Borenshtein Coat of Arms / Borenshtein Family Crest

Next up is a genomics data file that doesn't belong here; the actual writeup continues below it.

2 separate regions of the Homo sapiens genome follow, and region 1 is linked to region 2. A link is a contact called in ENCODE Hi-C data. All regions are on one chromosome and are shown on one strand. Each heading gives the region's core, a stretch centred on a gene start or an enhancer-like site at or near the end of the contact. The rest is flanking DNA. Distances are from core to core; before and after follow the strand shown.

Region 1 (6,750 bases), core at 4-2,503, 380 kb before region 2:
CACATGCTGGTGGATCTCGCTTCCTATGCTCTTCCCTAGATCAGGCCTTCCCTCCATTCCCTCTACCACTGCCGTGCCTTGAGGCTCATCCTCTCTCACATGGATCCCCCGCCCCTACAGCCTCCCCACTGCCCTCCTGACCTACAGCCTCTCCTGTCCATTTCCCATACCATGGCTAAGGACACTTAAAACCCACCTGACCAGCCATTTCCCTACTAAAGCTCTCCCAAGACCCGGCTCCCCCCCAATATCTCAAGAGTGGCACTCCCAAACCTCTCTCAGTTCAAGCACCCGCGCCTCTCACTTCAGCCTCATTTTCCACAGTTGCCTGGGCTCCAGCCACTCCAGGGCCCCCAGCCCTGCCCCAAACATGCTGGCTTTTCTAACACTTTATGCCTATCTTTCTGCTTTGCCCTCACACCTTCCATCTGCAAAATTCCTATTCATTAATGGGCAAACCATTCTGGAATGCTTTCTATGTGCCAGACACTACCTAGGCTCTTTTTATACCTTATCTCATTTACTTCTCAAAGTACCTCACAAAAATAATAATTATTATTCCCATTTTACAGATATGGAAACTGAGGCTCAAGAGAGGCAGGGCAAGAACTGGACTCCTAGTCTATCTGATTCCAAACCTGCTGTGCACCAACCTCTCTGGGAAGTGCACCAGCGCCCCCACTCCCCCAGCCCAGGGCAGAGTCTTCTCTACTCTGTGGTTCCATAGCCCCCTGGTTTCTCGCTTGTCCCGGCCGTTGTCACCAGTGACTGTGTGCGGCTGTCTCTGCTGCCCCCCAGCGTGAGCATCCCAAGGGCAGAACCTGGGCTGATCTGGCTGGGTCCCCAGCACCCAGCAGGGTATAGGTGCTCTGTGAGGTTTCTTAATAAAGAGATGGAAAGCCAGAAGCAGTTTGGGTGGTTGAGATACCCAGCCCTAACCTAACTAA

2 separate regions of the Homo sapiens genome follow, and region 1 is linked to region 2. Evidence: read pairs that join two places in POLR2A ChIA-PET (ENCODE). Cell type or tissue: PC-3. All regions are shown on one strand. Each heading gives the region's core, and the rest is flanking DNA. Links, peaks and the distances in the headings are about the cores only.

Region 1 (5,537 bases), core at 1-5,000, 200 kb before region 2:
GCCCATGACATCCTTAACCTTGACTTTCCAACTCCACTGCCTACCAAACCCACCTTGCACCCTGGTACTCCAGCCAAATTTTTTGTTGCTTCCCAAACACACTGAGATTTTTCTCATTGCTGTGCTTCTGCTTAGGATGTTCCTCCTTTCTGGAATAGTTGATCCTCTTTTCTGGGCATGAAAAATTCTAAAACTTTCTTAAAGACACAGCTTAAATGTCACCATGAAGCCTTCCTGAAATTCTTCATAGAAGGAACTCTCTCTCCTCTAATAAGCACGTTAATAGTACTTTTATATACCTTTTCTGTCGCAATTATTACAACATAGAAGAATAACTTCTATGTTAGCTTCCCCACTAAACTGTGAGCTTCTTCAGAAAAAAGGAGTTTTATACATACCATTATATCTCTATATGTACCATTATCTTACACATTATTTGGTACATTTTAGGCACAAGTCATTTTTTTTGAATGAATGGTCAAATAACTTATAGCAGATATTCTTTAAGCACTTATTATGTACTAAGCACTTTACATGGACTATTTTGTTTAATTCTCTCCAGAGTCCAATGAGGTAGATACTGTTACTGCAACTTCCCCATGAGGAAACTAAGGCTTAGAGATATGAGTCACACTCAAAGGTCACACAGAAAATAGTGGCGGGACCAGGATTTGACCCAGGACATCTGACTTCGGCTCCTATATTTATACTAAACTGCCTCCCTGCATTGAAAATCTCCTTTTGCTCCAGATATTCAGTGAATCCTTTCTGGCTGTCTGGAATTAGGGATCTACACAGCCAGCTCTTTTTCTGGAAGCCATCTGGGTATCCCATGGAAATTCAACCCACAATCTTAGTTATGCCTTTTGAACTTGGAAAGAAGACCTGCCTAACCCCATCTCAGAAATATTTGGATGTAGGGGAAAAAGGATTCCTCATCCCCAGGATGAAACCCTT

This surname BORENSHTEIN is of the locational group of surnames, which was originally derived from the Old German word 'BERNSTEIN' meaning amber from Middle German 'bernen' to burn , plus 'sten' stone; i.e. it was thought to be created by burning, although it is in fact fossilized pine resin. There are places of this name in Bavaria and another in what used to be East Prussia (which is now the town of Petczyce in the north-west of Poland). The name was also occasionally used as an occupational name meaning 'one who burnt-stone' for use in building. Most of the European surnames in countries such as England, Scotland and France were formed in the thirteenth and fourteenth centuries. The process had started somewhat earlier and had continued in some places into the 19th century, but the norm is that in the tenth and eleventh centuries people did not have surnames, whereas by the fifteenth century most of the population had acquired a second name. The name is mainly of Jewish origin. When traditional Jews were forced to take family names by the local bureaucracy, it was an obligation imposed from outside traditional society, and people often took the names playfully and let their imaginations run wild by choosing names which either corresponded to nothing real in their world. No one alive today can remember the times when Jews took or were given family names (for most Ashkenazim this was the end of the 18th century or the beginning of the 19th) although many remember names being changed after emigration to other countries, such as the United States and Israel in recent years. The adopting of surnames began in the Middle Ages, but until the 19th century they were neither fixed nor universal, and in many cases were taken from the occupation or location of their ancestors. This surname has numerous variant spellings and an eminent member of the name was Eduard Bernstein (1850-1932). He was the German socialist leader, born in Berlin. He lived in England from 1888 until 1901. He was an advocate of revisionism, an evolutionary parliamentary form of Marxism. He wrote 'My Years of Exile' which was published in 1921.